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Bless Your Home on Epiphany

Today is the traditional date of Epiphany, although some churches marked it last Sunday. The celebration commemorates the visit of the wise men to Joseph, Mary and Jesus where they were staying in Bethlehem. (It’s assumed that, by then, they found a place to stay other than the stable.) So many Christians take the opportunity to bless their homes on this day.

Here’s a simple blessing, adapted from “Catholic Household Blessings and Prayers.” (By the way, I’m not Catholic. But this book is very helpful for those wishing to expand their household’s prayer life.) Here’s the prayer:

Peace be with this house and with all who live here. Blessed be the name of the Lord now and forever.
During these days of the Christmas season, we keep this feast of Epiphany, celebrating the manifestation of Christ to the Magi, to John at the River Jordan, and to the disciples at the wedding in Cana. Today Christ is manifest to us! Today this home is a holy place.
Listen to the words of the holy gospel according to John: In the beginning was the Word, and the Word was with God, and the Word was God. He was in the beginning with God.  All things came to be through him, and without him nothing came to be.  And the Word became flesh and made his dwelling among us, and we saw his glory, the glory of the Father's only Son, full of grace and truth.
This is the Gospel of the Lord.
Praise to you, Lord Jesus Christ.
Let us pray: Lord God of heaven and earth, you revealed your only-begotten Son to every nation with the guidance of a star.
Bless this house and all who inhabit it.
May we be blessed with health, goodness of heart, gentleness, and the keeping of your law. 
We give thanks to you, Father, Son and Holy Spirit now and forever.
Amen 

Feel God’s Peace

The Holy Spirit lives in every Christian, so it is possible to feel God’s peace, joy and love every day. But it doesn’t just happen.

The easiest way to begin is to spend time in quiet. Silence often leads to an expanded sense of God’s presence. Just sit quietly and pray, “Holy Spirit, fill me with your peace.” Let it happen.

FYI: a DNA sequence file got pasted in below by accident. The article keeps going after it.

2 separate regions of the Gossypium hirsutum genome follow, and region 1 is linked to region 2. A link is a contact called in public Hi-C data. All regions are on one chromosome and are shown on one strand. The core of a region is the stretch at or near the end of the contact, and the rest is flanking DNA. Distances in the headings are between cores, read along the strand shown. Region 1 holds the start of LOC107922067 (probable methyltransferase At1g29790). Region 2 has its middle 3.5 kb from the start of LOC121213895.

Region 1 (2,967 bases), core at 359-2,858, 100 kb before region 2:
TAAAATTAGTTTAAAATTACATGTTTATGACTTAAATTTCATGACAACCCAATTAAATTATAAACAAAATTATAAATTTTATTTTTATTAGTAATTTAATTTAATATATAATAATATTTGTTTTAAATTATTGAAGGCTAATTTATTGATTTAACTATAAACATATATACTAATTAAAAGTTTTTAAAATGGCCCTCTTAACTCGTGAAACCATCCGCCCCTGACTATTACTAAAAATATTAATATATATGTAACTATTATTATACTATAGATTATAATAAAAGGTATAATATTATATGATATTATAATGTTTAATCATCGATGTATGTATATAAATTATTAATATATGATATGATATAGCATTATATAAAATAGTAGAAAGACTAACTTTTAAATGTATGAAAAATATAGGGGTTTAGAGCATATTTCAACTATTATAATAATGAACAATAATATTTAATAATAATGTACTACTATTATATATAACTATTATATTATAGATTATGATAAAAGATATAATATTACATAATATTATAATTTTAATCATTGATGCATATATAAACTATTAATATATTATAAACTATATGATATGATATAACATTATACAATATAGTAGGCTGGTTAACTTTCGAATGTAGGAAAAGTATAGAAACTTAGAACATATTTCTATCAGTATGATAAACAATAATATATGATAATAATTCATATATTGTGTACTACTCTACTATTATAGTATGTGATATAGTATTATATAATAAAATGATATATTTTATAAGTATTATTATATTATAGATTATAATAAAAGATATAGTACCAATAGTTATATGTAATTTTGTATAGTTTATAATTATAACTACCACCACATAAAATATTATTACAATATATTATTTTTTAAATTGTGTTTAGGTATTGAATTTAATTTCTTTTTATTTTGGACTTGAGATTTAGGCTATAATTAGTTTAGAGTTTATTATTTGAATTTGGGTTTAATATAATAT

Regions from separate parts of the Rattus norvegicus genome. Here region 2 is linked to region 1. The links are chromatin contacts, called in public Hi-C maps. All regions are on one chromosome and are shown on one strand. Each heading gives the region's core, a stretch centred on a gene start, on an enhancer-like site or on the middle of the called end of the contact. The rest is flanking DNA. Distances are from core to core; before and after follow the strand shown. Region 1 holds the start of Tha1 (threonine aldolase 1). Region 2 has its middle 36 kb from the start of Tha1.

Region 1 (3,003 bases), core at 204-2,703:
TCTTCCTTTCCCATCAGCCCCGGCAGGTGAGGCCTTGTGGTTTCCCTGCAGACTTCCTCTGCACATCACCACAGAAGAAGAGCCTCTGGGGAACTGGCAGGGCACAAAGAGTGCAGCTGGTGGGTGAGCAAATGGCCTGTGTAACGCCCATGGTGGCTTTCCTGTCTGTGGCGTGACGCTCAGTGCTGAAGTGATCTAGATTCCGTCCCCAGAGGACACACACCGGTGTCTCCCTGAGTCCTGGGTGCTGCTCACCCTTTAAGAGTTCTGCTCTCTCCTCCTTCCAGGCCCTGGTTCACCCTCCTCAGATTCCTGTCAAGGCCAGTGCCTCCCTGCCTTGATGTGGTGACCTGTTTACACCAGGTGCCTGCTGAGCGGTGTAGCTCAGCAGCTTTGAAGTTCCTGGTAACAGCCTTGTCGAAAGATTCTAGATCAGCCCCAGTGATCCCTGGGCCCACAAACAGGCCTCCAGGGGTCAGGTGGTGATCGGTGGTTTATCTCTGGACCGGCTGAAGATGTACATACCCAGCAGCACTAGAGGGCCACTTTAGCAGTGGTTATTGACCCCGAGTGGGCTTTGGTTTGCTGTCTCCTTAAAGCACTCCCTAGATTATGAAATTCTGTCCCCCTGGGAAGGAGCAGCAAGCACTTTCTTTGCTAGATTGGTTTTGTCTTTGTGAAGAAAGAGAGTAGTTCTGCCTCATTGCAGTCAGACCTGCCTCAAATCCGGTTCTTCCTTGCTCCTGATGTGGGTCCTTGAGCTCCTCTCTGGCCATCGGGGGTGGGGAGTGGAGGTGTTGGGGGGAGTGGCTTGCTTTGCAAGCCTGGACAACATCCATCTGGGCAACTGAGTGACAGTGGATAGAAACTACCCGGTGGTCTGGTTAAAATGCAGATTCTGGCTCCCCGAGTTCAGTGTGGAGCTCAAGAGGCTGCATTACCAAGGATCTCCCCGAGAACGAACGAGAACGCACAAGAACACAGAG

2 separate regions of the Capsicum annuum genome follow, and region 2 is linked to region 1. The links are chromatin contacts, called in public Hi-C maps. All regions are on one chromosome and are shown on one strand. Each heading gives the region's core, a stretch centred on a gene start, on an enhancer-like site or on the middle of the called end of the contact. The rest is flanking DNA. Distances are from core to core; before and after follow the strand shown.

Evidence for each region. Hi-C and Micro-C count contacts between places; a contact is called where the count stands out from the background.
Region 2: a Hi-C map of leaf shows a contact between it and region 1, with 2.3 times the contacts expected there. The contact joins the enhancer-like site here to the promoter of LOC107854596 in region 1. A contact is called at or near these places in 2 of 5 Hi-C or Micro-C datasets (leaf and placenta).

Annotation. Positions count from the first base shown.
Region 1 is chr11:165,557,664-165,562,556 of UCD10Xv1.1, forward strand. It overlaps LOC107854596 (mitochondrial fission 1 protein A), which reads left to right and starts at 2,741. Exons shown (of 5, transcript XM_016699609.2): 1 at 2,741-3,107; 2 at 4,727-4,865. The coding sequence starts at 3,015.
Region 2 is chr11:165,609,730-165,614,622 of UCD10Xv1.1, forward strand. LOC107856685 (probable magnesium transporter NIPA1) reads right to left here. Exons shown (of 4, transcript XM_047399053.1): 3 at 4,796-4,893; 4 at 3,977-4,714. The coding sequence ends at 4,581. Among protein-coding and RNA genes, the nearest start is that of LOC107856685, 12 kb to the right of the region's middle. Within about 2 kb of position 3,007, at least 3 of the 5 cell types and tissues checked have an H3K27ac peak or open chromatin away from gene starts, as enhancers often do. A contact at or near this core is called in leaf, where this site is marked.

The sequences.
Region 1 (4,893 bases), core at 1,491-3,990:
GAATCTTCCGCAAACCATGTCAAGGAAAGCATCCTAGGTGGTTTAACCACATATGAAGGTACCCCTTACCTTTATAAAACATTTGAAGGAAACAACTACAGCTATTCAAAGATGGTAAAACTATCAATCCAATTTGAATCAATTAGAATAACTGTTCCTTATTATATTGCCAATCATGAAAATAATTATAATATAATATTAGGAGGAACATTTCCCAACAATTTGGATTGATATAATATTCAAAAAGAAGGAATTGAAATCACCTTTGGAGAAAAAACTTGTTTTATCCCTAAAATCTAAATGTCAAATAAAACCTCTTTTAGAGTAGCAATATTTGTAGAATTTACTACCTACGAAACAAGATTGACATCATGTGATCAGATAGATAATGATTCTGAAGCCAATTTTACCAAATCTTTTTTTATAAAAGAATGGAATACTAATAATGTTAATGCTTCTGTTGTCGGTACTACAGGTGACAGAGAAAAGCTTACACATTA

As you feel the peace fill your mind, give thanks. An experience like this seems to lead naturally to gratitude. We can reinforce this gratitude with a simple “thank you” walk or a worship song when the world invades and disturbs our peace.

Once we walk in the present moment in God’s presence, feeling his peace, we can move step-by-step through the day and display love to everyone we meet. That goal would be much too much if we had to do it on our own.

Allowing God to flow through us … to abide in us … to be the vine support our branches … that is how we feel God’s peace and do the most good.

woman listening

Give the Gift of Presence

Christian mindfulness allows us to give others a precious gift: our full, concentrated attention coming from a place of God’s grace.

As the year winds down and the pandemic continues, let’s show our loved ones, colleagues and acquaintances that we care about them. The way of Christian mindfulness calls for us to be fully in the present moment in the presence of God. We bring that approach to others by listening with full and concentrated attention. We have no agenda of things to fix about them. We judge not, lest we be judged.

Meeting people as they are … where they are … is a precious gift. We open up to become truly engaged in their words. We ask open-ended questions that begin with “what” or “how,” rather than “why.” We say, “Tell me more.”

At the same time, we shield ourselves from becoming enmeshed in other people’s problems. That requires detachment along with the compassion. In the past, we may have heard things that were fodder for gossip and judgment. In the presence of Christ, these same things become concerns to lift in prayer. Privately.

The only way this can happen is through God’s grace. Being willing to be a conduit opens ourselves to an outpouring of grace in our own lives.

Help Today’s Holy Innocents

A fear-crazed king orders the execution of all baby and toddler boys in a city. Today is the day that Christians traditionally remember these Holy Innocents. We also remember that Joseph, Mary and Jesus … warned to run … became refugees. So many little ones … some many refugees who need help are all around us.

Christian mindfulness calls for us to be present to this suffering. As we observe, we ask the Lord what he would like us to do. COVID-19 has only made the suffering worse. While it feels overwhelming, even a small offering can bring a bit of light into a dark place.

To honor the children slaughtered in Bethlehem and to help those struggling today, we made a contribution to International Rescue Committee, founded by Albert Einstein in the 1930s.

The International Rescue Committee responds to the world’s worst humanitarian crises in more than 40 countries and over 20 U.S. cities. It provides clean water, shelter, health care, education and empowerment support to refugees and displaced people. The board of advisors includes people I trust, not the least of whom is Jeffrey Garten, retired dean of the Yale Business School and Ina’s husband. A generous donor is tripling all contributions given today. You can learn more here.

Dozens of other ways exist to help children in honor of the Holy Innocents today. Giving a family the gift of livestock through World Vision. Sponsoring a child through Compassion International. Contributing to your own church’s relief fund.

Today we recognize the violence against children isn’t new. And that the pandemic will only make the suffering of the innocent worse. Let’s be a force for good.